Wednesday, June 29, 2011

Clarification (sort of) on the new succession changes...Princess Alexandra still not in line..

I was doing my usual daily news/blog surf when I saw that Trond Isaksen has written on his blog that the Cour Grand-Ducale informed him that the order of succession remains unchanged by the 20 June 2011 (16 September 2010) decree. It was further noted that the order applies from 20 June 2011 and is not retroactive. The implication of all this is that Princess Alexandra does not occupy the number three place in succession to the throne.

After reading the full text of the decree in connection with the information provided to Mr. Isaksen, it seems that Princess Alexandra and other females remain discriminated against on the basis of gender. Despite the intent of the new changes being to provide gender equality, the new changes to the succession only grant gender neutral rights to the female descendants of The Hereditary Grand Duke, Prince Felix and Prince Sebastien. It also does not appear to grant primogeniture rights to the female descendants of Prince Guillaume (Henri's brother who remains in the line of succession) or his sons. The decree seemingly only applies to future births. No living female has garnered any rights from this action. Hardly a step in the direction of equality.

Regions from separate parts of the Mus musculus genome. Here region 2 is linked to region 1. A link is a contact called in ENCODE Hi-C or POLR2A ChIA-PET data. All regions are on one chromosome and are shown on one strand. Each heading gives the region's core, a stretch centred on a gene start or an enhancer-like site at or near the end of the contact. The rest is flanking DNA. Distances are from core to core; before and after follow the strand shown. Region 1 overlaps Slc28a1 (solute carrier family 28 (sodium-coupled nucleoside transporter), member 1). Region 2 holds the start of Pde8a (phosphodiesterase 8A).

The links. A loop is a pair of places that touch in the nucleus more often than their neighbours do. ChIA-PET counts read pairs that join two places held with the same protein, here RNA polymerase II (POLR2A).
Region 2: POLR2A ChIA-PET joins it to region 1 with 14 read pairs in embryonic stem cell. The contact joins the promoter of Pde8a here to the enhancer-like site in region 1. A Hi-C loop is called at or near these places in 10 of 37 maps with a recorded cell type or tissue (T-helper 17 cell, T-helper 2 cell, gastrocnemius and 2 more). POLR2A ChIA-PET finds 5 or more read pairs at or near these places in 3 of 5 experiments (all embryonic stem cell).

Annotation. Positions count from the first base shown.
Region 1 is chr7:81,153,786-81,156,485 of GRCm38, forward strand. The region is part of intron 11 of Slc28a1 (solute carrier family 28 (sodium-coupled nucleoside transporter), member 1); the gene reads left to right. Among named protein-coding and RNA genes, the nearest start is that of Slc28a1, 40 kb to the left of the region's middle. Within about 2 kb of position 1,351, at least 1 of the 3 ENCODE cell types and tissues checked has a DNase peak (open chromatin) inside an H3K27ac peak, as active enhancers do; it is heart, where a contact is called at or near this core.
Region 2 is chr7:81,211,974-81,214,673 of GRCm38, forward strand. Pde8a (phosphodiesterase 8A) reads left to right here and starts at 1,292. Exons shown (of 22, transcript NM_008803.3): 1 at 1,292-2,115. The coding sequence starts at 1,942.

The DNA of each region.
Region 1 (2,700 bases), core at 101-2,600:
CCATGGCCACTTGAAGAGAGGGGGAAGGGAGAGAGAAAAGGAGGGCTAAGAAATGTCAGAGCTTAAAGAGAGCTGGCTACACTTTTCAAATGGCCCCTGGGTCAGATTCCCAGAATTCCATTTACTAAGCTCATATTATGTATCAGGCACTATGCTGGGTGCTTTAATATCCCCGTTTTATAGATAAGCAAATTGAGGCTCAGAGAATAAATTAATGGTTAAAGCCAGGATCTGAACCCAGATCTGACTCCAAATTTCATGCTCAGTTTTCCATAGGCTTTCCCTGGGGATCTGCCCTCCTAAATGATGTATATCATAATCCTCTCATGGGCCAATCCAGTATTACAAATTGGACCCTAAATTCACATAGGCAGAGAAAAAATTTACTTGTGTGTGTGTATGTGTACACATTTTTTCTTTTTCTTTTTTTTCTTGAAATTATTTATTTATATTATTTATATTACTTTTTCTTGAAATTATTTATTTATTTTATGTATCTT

The Cour Grand-Ducale's interpretation of the decree seems to directly contradict the actual text of the decree. The text of the decree states that any future case of succession would be strictly gender neutral. It also quite clearly states that the order applies to the descendants of The Grand Duke, without specifically excluding the descendants of past sovereigns. Last time I checked, Princess Alexandra was a descendant of Grand Duke Henri. If Guillaume and Felix renounced their rights preceding a marriage that would not receive consent or even failed to produce any legitimate children, the throne would pass to Prince Sebastien not his older sister Princess Alexandra. While it is unlikely that neither Guillaume nor Felix will fail to produce children it remains a very real possibility. One must keep in mind that the fertility of their future wives is also a concern. History is full of cases of third, forth, or fifth children inheriting thrones simply because the older children didn't produce legitimate heirs or predeceased their siblings. History is also full of cases of cousins, nephews and uncles inheriting thrones.